Quite Great Publicity
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"It certainly wasn't easy when we looked at the prospect of doing a cover
version album. There have been so many great songs, so many different
sounds, so many artists and acts that have influenced our band. We tried to
hone it down to the key acts involved, and you could say that Simple Minds
came out on a basis of listening to David Bowie, Roxy Music,
and of course, Lou Reed. On top of that there was always Patti Smith,
The Doors and Neil Young as well.
In this collection we have tried to stay faithful to the sentiment of the
original songs, but of course we have tried to bring our own heart to the
songs. It is never easy to do cover versions. In some ways you are on to a
hiding to nothing because the very fact that you're choosing these songs
means that you believe that the originals are great in themselves. However,
real fans of Simple Minds who want to discover the genesis of our sound,
want to hear what we were listening to as fans and understand the excitement
that propelled us to make our sound and write our own songs, can trace it
all on this album."
Jim Kerr, 2001
Track by Track Synopsis
The album kicks off with the track Gloria, written, of course, by Van
Morrison (the Belfast Child himself). It's an absolute classic that has been
covered by many rock bands around the world. Simple Minds have played this
song live on many occasions sending the crowd wild. The Neon Lights version
is an almost futuristic interpretation.
David Bowie's influences cast a long shadow over many bands. It so happens
that even the name Simple Minds comes from a Bowie song (Jean Genie).
Jim Kerr and
Charlie Burchill first came across Bowie around 1972. His charisma,
his songs and the atmosphere of the show were what inspired Simple Minds to
write songs of their own, so it goes without saying that the bands version
of The Man Who Sold The World stays pretty close to the original.
Homosapien, written by Pete Shelly of The Buzzcocks, is one of the more
obscure songs to appear on Neon Lights, but
Jim Kerr always loved this song. "People who knew
(the track) would often quote it as being in their Top 5 ever songs, but it was an obscure record at the time.
I don't know if there was a chart position but it's a bit of a cult classic, not one of the
The plethora of bands that emerged from New York in the late 70's also had a
huge influence. Television, The Ramones,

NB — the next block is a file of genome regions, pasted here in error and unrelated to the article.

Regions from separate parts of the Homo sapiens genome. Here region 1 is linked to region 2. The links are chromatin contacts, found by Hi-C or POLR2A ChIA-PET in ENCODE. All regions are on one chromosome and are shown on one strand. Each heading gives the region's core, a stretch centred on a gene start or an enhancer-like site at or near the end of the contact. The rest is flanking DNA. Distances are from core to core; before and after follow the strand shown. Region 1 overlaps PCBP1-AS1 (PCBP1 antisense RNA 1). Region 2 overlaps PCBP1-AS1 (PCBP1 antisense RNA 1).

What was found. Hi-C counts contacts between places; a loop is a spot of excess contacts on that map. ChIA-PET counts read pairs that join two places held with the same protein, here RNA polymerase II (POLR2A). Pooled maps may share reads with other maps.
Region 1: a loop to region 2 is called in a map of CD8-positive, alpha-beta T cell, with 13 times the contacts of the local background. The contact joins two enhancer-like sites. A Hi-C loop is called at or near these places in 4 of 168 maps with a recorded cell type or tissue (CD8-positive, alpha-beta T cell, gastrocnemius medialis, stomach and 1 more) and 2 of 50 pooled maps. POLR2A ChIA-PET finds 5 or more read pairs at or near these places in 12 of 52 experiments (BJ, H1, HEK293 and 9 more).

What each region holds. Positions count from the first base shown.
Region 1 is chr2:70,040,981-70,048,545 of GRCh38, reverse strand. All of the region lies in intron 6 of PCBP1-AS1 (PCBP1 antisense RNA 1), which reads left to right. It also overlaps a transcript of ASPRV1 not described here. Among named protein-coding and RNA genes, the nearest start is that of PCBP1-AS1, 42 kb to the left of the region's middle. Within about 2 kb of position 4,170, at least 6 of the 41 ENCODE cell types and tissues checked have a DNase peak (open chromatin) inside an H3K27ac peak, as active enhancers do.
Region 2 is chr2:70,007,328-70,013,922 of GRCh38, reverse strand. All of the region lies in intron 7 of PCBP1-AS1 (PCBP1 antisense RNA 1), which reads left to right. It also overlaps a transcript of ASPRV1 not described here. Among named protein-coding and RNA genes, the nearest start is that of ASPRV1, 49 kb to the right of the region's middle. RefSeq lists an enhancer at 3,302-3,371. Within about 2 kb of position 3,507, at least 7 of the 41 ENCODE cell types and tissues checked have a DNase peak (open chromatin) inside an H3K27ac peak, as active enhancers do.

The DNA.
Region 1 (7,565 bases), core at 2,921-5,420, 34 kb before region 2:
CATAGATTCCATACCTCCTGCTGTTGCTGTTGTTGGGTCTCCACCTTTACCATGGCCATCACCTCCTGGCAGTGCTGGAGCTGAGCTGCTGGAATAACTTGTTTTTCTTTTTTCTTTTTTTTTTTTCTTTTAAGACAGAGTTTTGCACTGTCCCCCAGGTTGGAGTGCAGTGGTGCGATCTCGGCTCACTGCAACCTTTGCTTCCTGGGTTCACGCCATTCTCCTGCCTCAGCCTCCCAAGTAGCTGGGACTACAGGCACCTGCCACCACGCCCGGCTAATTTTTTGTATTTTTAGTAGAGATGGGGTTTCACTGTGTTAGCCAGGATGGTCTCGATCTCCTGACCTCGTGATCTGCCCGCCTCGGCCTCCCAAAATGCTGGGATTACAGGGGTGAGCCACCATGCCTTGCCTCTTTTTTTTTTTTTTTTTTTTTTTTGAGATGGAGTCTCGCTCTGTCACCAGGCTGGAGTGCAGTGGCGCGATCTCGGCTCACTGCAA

The New York Dolls and Talking Heads all made a big impact,
but Patti Smith stood head and shoulders above
them all. The song, Dancing Barefoot, was originally produced by Todd
Rundgren (another influence on the Simple Minds sound), and has been
incorporated into the bands live set on many occasions, receiving a
fantastic audience reaction as soon as the initial chords were played.
Those who have followed Simple Minds from the very beginning know that the
band initially had a much more electronic foundation and the bands earliest
influences were from the German "Kraut Rock" music scene. Although described
by many as being 'cold' music,
Jim Kerr always felt that Kraftwerk's music
had a warm human side and great emotional content, particularly the song
Neon Lights, which appears as the title track on this album.
When discussing Simple Minds musical style, in particularly
Jim Kerr's own
style of singing, you can never ignore the influence of Jim Morrison and The
Doors. As one of
Jim Kerr's favourite bands, there is rarely a week that
goes by when he doesn't listen to The Doors. As one of The Doors better
Hello, I Love You is included as the bands tribute to them.
With an album of this sort, Simple Minds felt it was extremely important to
acknowledge a few of their 80's and 90's contemporaries. U2,The Cure and
Depeche Mode naturally spring to mind, but another band that fell very much
into this category was Echo And The Bunnymen. The song Simple Minds eventually
chose was one of their biggest hits, Bring On The Dancing Horses.
The original version of Neil Young's classic Needle And The Damage Done was
quite a short ballad and so has been reworked, adding an extra element of
drama to the song by highlighting the songs powerful lyrical content.
Possibly the most predominant influence on Simple Minds (in terms of the
sound of the guitars, the synthesisers and melodies) were Roxy Music. The
band chose to cover one of their darker, more ambient tracks.
For Your Pleasure turned out to be one of the most challenging, yet most enjoyable
tracks to record during the Neon Lights sessions.
Three chords and fantastic street lyrics by Lou Reed and John Cale:
All Tomorrows Parties is a song that true The Velvet Underground fans will recognise
as being one of the dark horses of their incredible catalogue. The song
itself is about the end of an era, and for this reason alone the band have
chosen it to bring Neon Lights to a conclusion.
Quite Great Publicity.
 Simple Minds performed Gloria
as part of an extended Ghostdancing
during the Street Fighting Years tour. It was also performed as a one-off during an Italian TV appearance
during the Néapolis tour.
 To my knowledge, Simple Minds have never performed Dancing Barefoot
Neon Lights the new
Simple Minds album is a record the band felt they
had to make. These were the songs and artists that have inspired the band
throughout their career and the band felt they needed to get back to their
roots. As well as the single Dancing Barefoot, originally recorded by
Patti Smith, other highlights include covers of The Doors,
Kraftwerk, Neil Young, Roxy Music,
The Velvet Underground, and David Bowie amongst others.
There will be a new album "proper" released in March 2002.